There came a time when they began to build roads in the air. It was a fad, a certain madness or a fancy that overtook engineers throughout Canada. The States as well: there was a road wended in a snake's curve high over the harbour, above the maze of ship's canals and the grain elevators, in Buffalo. They called it the Skyway and in retrospect she supposed the others followed from this; it was that way then, everything in her youth followed from the States. Now the flow reverses, a river of cars toward Toronto every weekend.

In any case for a time it was a pastime for her father to motor through the air in the way some men motored the river in boats. They would fly over St. Kitts (and he'd recite an elaborate rhyme of pies and a place called St Ives) then settle down briefly along the blue oceanic edge of Lake Ontario before flying up over Burlington and into Hamilton, where on a good day, a clear day, you could see not forever but Toronto, "the toe" her father called it, the spire of the CN Tower a needle over the pearl water. He was the only man she knew who called it the toe. When they told her he had died in an auto accident, she imagined he had taken off into the air on a whirly wheel, motoring high across the water of the lake and beyond the toe.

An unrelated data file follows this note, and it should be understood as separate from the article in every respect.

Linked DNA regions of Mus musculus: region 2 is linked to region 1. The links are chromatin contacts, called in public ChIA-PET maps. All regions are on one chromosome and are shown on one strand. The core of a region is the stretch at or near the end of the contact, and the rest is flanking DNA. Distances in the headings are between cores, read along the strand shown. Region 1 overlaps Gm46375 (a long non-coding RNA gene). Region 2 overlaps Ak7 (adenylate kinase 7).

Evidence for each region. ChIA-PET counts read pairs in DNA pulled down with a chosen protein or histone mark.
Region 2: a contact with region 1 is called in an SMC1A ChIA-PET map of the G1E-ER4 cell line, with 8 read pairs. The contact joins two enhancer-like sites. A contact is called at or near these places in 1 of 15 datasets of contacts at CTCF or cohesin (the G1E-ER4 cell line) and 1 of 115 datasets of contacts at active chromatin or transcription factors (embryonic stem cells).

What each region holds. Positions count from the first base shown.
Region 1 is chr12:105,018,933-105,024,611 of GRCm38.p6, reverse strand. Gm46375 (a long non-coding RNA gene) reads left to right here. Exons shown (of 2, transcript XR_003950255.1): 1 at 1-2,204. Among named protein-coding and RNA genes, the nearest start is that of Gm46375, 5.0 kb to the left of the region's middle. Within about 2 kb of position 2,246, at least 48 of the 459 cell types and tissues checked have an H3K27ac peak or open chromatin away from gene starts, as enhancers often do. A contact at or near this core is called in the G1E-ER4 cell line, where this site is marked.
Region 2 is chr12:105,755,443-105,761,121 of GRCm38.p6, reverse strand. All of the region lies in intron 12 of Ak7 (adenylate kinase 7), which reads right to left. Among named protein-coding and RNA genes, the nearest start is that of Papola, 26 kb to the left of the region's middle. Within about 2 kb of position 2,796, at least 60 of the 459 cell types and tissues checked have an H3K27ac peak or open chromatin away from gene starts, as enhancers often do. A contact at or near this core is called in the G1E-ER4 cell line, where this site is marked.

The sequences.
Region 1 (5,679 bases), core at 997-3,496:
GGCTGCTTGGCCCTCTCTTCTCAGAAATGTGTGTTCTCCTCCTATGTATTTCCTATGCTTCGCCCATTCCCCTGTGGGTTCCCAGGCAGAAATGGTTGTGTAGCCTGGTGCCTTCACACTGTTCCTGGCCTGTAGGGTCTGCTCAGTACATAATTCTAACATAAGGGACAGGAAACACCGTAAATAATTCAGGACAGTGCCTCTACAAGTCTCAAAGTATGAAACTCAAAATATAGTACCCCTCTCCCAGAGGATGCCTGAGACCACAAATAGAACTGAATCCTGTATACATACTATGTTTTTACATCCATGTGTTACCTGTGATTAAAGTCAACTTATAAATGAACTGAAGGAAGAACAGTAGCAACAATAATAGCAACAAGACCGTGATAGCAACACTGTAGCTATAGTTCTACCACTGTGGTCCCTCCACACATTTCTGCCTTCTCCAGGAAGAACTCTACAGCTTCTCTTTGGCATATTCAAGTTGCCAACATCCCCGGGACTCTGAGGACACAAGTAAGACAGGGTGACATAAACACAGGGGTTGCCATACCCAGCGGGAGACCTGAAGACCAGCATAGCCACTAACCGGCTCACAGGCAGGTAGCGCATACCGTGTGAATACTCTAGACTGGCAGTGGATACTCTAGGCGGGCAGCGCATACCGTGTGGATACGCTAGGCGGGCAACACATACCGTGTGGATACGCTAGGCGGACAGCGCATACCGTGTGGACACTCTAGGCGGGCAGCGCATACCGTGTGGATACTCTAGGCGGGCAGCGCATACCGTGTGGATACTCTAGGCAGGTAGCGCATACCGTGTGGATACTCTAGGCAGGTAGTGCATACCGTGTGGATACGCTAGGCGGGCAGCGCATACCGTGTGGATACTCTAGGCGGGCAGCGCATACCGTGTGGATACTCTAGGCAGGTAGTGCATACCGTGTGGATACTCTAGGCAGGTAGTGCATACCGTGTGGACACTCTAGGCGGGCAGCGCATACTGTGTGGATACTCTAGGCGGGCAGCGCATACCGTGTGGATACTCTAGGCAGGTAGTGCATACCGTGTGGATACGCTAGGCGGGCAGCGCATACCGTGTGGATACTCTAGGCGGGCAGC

She imagined an invisible city in the air, its roads like glass.